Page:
58


networks. Data Center REITs and Digital Infrastructure Companies may be subject to external risks including, but not limited to, natural disasters and supplier outages. Certain geographical areas may be at higher risk for natural disasters, which can increase the likelihood of power surges and supplier outages. Natural disasters and supplier outages can lead to significant downtime, data loss, and associated expenses. Data Center REITs and Digital Infrastructure Companies may be subject to internal risks including, but not limited to, water supply and climate risk and data security risk. Water damage or an imprecise climate may cause extensive damage to critical infrastructure if adequate systems aimed at water penetration and climate control are not installed. Data centers increasingly rely on the use of electronic data, which may make them more vulnerable to data security risk. Data centers are potential targets for cyberattacks, which may have a materially adverse impact on the performance of these companies. Data centers that do not implement more advanced access control and security monitoring in response to internal and external threats may be at greater risk of potential breaches or damage to data integrity.

Capitalization Risk: Investing in issuers within the same market capitalization category carries the risk that the category may be out of favor due to current market conditions or investor sentiment.

Large-Capitalization Companies Risk: Large-capitalization companies may trail the returns of the overall stock market. Large-capitalization stocks tend to go through cycles of doing better - or worse - than the stock market in general. These periods have, in the past, lasted for as long as several years.

Mid-Capitalization Companies Risk: Mid-capitalization companies may have greater price volatility, lower trading volume and less liquidity than large-capitalization companies. In addition, mid-capitalization companies may have smaller revenues, narrower product lines, less management depth and experience, smaller shares of their product or service markets, fewer financial resources and less competitive strength than large-capitalization companies.

Concentration Risk: To the extent that the Underlying Index concentrates in investments related to a particular industry or group of industries, the Fund will also concentrate its investments to approximately the same extent. Similarly, if the Underlying Index has significant exposure to one or more sectors, the Fund’s investments will likely have significant exposure to such sectors. In such event, the Fund’s performance will be particularly susceptible to adverse events impacting such industry or sector, which may include, but are not limited to, the following: general economic conditions or cyclical market patterns that could negatively affect supply and demand; competition for resources; adverse labor relations; political or world events; obsolescence of technologies; and increased competition or new product introductions that may affect the profitability or viability of companies in a particular industry or sector. As a result, the value of the Fund’s investments may rise and fall more than the value of shares of a fund that invests in securities of companies in a broader range of industries or sectors.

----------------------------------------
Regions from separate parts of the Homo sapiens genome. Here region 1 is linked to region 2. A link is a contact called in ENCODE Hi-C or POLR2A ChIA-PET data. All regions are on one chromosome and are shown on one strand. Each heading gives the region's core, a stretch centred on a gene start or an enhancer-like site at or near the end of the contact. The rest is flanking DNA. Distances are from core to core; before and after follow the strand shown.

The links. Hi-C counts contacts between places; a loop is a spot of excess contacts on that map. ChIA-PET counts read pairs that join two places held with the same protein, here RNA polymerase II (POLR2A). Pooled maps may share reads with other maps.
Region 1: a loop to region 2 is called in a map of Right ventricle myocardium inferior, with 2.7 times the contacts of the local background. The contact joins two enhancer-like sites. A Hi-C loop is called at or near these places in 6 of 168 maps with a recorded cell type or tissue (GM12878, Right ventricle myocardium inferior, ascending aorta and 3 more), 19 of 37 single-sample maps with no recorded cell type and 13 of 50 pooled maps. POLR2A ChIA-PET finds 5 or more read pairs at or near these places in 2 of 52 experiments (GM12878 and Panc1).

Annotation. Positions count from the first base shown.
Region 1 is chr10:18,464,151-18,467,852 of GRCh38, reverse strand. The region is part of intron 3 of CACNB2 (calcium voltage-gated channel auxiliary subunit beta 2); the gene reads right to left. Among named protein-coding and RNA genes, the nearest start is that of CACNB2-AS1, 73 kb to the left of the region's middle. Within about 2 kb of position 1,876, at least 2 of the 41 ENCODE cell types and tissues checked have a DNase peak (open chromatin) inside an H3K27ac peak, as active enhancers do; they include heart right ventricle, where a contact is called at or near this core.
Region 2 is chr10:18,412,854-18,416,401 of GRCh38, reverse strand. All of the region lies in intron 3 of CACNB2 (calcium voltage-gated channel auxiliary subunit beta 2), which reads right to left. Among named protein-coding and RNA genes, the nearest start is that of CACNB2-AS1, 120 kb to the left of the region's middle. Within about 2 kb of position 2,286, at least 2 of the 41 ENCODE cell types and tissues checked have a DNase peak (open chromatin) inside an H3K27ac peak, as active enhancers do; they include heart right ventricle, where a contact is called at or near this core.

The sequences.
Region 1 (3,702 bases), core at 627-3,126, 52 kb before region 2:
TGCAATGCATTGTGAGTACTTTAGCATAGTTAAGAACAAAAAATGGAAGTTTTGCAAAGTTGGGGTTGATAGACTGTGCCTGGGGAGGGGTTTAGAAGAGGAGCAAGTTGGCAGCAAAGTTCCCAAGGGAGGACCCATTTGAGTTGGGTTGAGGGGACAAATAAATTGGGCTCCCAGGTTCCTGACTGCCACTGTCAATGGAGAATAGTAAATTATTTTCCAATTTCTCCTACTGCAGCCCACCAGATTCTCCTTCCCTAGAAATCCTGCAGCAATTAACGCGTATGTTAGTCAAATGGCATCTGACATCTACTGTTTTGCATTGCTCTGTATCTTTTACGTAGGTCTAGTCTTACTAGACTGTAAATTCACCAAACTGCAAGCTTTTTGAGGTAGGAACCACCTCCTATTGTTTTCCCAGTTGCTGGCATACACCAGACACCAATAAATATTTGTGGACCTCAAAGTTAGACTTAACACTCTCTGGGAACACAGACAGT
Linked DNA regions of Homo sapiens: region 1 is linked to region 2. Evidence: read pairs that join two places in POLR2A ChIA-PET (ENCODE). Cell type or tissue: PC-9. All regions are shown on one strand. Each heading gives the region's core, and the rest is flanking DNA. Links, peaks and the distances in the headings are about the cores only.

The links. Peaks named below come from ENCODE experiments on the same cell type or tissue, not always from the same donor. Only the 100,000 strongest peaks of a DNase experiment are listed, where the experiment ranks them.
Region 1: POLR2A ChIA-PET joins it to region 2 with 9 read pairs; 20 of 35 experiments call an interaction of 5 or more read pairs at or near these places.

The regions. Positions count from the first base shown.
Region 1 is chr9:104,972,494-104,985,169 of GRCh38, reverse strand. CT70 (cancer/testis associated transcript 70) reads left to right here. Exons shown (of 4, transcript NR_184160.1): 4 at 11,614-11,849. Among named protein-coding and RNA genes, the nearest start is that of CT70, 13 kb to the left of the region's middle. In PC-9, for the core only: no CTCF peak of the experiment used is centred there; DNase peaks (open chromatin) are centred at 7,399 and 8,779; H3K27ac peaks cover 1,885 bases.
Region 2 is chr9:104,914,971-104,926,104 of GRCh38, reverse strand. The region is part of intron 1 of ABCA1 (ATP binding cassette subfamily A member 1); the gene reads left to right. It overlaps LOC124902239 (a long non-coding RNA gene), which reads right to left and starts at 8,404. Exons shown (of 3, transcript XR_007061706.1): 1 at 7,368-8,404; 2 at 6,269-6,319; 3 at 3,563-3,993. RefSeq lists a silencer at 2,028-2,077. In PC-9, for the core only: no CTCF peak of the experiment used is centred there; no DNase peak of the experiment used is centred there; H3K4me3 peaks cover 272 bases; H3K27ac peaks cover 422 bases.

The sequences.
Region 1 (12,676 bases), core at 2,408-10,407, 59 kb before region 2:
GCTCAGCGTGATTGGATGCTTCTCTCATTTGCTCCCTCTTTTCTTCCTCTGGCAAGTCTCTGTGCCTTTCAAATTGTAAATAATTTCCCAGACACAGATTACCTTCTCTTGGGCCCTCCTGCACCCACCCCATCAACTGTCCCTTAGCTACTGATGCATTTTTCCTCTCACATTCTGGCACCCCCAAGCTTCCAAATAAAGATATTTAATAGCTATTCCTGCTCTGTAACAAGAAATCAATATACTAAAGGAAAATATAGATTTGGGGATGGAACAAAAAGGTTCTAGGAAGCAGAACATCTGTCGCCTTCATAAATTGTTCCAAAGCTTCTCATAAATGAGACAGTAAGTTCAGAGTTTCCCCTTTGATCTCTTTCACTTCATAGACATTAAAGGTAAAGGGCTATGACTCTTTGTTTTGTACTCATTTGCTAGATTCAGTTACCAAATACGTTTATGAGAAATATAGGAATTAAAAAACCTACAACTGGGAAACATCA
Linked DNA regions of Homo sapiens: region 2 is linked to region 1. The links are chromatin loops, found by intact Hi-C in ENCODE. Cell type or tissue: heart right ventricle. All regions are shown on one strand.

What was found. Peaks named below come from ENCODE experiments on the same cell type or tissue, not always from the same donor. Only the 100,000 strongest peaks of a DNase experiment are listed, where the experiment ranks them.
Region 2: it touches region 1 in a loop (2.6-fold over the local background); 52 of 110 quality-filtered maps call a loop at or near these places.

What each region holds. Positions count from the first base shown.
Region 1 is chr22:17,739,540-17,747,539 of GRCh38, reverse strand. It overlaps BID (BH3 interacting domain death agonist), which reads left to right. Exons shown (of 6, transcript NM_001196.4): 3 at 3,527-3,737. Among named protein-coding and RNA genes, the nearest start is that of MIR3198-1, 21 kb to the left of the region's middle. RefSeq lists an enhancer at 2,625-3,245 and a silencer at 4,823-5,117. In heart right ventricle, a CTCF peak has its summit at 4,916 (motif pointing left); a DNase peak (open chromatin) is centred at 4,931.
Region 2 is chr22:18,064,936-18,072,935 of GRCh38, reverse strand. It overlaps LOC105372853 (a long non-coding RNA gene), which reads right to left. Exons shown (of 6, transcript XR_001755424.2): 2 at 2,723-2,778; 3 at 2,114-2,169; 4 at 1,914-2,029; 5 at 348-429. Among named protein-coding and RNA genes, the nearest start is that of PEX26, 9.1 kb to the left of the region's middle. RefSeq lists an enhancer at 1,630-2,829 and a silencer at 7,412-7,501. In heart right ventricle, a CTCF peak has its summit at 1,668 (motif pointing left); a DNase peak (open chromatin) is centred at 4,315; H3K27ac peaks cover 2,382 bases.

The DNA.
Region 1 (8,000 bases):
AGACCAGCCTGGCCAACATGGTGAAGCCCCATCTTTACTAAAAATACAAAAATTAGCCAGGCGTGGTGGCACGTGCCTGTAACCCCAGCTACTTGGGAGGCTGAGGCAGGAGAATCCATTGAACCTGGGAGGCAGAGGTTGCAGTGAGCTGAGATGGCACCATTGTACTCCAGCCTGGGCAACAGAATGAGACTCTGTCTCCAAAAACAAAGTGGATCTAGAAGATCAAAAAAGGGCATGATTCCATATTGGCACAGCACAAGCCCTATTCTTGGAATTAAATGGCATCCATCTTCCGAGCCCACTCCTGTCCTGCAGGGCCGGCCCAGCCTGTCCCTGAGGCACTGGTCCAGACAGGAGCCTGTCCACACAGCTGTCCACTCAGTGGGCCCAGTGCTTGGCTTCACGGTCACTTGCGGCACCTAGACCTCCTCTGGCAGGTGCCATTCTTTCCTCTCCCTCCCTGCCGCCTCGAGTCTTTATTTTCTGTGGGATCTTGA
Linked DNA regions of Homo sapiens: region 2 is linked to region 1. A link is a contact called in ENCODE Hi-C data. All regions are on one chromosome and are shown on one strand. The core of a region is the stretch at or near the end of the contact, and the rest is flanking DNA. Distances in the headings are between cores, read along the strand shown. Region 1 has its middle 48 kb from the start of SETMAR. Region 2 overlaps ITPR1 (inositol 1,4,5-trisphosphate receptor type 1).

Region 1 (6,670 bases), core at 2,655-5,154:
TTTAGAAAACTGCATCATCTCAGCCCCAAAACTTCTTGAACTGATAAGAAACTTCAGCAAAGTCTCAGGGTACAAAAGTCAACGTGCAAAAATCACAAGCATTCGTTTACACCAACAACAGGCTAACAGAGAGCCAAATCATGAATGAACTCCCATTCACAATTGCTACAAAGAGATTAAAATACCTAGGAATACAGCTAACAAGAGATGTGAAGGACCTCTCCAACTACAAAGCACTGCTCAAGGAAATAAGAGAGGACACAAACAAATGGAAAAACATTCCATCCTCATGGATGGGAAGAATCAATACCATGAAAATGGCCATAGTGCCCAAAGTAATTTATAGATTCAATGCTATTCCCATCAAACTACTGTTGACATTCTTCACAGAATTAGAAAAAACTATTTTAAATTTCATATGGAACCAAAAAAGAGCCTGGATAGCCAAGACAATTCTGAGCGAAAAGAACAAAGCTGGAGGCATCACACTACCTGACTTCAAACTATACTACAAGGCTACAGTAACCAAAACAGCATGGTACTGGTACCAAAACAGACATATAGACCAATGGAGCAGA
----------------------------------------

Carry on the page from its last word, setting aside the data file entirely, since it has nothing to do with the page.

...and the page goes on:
Risks Related to Investing in the Equity Real Estate Investment Industry: The Fund is concentrated in the Equity Real Estate Investment Industry, which comprises Real Estate Investment Trusts (REITs). For more information, see Asset Class Risk - Real Estate Stocks and Real Estate Investment Trusts (REITs) Investment Risk in the SUMMARY OF PRINCIPAL RISKS and A FURTHER DISCUSSION OF PRINCIPAL RISKS sections of the Prospectus.

Risks Related to Investing in the Information Technology Sector: Companies in the information technology sector are subject to rapid changes in technology product cycles; rapid product obsolescence; government regulation; and increased competition, both domestically and internationally, including competition from foreign competitors with lower production costs. Information technology companies and companies that rely heavily on technology tend to be more volatile than the overall market and also are heavily dependent on patent and intellectual property rights. In addition, information technology companies may have limited product lines, markets, financial resources or personnel.